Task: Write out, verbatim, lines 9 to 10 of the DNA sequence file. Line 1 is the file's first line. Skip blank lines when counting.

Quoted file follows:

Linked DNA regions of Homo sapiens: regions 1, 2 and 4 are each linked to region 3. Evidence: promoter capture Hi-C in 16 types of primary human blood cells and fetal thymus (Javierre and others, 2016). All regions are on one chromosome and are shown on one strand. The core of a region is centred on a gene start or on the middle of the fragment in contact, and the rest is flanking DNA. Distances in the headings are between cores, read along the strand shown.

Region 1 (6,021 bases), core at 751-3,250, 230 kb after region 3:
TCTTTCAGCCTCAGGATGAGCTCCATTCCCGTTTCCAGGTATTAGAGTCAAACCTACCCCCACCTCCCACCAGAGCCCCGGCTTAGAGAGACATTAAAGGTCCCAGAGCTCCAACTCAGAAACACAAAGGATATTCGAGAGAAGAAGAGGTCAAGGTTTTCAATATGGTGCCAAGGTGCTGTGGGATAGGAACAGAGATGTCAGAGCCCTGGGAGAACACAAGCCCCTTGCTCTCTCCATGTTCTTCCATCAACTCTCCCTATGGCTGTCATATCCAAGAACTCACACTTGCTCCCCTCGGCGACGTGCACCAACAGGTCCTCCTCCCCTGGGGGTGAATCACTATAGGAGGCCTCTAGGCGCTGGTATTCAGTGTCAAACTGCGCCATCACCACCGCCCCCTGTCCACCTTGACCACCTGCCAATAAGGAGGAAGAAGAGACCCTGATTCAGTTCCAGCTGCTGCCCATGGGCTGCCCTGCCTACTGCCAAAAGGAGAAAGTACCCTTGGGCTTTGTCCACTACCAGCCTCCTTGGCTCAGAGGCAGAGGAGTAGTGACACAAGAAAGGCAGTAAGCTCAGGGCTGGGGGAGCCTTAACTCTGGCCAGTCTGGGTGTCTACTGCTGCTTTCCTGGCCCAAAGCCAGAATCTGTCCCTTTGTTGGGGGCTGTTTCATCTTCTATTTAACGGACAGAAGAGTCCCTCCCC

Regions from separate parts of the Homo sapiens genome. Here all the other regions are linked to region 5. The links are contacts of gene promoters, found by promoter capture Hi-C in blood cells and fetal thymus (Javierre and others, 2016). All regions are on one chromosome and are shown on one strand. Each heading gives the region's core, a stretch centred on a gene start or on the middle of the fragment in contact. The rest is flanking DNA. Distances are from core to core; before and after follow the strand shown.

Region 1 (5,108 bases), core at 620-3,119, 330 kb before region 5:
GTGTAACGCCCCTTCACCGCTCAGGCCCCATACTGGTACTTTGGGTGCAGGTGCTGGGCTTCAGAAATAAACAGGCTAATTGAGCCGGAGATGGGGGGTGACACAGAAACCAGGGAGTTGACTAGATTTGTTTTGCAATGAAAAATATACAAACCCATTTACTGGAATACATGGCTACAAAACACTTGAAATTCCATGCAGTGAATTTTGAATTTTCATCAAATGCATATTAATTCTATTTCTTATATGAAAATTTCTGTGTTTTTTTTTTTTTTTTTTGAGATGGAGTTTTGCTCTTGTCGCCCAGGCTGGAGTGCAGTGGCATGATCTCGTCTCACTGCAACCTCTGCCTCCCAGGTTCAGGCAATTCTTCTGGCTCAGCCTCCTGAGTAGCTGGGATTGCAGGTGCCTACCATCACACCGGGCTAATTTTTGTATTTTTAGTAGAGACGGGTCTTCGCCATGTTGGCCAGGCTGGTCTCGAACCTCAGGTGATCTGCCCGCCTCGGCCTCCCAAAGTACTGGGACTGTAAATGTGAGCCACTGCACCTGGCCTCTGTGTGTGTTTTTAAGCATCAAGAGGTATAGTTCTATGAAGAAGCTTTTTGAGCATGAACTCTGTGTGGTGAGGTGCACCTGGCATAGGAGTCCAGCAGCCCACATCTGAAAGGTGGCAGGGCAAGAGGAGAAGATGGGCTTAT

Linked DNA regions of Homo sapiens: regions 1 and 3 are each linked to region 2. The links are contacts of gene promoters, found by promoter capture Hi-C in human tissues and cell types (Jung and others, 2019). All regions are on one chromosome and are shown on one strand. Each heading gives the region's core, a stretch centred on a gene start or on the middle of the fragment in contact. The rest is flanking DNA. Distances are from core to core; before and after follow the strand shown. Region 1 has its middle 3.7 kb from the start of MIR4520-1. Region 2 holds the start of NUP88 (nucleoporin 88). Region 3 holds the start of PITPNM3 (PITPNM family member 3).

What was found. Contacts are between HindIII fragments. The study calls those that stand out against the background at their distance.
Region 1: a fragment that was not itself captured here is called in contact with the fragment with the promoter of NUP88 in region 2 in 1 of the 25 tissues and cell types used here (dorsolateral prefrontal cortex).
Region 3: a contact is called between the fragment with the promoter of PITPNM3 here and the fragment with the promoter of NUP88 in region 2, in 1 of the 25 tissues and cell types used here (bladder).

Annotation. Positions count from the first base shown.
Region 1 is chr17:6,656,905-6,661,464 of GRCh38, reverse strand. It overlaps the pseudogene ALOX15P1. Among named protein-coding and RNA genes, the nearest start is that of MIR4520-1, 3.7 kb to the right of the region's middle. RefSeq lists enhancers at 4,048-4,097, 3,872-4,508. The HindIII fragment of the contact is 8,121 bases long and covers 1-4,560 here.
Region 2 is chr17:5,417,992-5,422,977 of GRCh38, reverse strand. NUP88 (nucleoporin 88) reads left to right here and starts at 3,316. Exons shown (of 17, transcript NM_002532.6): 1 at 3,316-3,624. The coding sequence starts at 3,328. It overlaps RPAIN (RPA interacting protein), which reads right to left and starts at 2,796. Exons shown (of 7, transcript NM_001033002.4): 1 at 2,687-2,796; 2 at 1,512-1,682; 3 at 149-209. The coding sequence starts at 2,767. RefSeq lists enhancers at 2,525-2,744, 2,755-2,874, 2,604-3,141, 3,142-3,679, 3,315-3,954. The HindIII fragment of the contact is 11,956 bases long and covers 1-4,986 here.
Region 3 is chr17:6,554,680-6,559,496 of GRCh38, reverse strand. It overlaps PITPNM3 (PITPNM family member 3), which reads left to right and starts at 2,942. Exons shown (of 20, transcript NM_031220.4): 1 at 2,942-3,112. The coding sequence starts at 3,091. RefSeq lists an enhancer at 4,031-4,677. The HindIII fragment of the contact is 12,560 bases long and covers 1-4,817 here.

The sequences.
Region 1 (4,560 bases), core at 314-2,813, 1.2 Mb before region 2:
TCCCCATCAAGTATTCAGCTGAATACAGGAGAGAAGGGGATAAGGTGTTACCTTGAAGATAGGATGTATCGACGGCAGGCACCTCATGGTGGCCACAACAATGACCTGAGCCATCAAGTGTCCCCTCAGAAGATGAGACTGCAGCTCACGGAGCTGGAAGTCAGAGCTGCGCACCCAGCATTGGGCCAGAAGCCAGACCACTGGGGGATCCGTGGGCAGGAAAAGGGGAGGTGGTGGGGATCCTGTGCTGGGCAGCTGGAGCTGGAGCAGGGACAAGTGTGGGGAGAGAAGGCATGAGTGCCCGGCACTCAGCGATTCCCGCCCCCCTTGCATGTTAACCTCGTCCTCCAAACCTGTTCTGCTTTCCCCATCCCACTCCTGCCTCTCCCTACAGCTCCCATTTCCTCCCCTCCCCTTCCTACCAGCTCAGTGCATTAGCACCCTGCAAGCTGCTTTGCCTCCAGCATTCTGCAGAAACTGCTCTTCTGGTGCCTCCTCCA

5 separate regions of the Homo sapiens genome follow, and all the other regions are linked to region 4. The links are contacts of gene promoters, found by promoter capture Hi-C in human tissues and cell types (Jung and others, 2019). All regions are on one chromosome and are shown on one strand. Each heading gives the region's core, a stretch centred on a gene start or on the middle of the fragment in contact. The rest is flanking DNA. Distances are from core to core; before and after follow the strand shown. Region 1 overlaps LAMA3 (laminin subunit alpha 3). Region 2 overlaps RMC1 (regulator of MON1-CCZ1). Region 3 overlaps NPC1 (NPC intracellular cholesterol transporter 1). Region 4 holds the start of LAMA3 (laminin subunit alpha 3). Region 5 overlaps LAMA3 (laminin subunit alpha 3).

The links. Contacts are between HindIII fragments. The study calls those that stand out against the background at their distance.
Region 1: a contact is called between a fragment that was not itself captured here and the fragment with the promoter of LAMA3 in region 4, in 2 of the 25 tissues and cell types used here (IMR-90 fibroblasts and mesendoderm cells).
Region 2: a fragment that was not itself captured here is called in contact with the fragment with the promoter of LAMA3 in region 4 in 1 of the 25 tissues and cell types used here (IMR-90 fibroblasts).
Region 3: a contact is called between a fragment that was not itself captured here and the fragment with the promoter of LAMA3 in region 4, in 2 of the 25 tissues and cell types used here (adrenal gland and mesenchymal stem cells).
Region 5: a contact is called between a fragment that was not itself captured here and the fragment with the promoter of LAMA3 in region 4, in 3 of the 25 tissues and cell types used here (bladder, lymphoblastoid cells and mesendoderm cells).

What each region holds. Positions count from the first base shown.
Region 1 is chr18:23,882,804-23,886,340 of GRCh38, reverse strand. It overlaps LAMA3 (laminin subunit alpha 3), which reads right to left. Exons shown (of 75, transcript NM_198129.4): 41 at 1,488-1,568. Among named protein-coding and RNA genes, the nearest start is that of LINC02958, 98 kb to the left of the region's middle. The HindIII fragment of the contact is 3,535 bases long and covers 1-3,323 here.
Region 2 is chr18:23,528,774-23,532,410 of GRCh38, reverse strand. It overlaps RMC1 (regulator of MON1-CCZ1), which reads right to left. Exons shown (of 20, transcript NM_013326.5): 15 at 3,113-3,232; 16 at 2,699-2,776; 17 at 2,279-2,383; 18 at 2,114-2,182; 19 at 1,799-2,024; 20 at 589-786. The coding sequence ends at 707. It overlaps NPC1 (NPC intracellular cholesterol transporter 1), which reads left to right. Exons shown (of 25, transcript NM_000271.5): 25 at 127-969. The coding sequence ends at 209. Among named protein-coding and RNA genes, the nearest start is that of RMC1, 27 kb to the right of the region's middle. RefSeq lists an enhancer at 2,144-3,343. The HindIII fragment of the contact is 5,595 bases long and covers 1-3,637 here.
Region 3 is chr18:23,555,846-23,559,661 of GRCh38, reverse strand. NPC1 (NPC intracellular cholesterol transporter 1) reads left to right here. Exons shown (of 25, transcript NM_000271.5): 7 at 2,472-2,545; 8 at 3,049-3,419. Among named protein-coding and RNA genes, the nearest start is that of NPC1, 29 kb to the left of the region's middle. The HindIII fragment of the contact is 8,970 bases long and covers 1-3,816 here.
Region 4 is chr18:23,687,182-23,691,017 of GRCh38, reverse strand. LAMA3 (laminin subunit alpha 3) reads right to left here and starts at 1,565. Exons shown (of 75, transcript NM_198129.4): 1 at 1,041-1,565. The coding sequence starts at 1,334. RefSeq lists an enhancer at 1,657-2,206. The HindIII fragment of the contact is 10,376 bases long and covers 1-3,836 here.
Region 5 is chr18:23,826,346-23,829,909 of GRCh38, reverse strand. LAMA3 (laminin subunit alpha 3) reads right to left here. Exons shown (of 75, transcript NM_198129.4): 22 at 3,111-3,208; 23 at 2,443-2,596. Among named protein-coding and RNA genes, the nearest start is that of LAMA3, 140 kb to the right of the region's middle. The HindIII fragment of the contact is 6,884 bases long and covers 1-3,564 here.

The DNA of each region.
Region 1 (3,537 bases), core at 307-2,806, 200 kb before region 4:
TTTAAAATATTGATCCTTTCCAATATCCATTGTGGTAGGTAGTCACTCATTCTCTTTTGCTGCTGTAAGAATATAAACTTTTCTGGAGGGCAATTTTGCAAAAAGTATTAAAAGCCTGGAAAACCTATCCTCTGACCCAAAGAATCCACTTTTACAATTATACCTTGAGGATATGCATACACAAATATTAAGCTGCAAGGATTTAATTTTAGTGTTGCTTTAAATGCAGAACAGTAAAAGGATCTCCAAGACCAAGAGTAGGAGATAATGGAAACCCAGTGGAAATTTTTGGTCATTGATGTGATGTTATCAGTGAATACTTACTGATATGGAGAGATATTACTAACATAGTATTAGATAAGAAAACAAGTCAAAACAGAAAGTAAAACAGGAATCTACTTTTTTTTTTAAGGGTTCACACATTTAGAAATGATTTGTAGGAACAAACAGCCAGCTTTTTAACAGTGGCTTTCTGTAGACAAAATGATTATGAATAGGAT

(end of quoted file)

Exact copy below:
Region 1: a fragment that was not itself captured here is called in contact with the fragment with the promoter of NUP88 in region 2 in 1 of the 25 tissues and cell types used here (dorsolateral prefrontal cortex).
Region 3: a contact is called between the fragment with the promoter of PITPNM3 here and the fragment with the promoter of NUP88 in region 2, in 1 of the 25 tissues and cell types used here (bladder).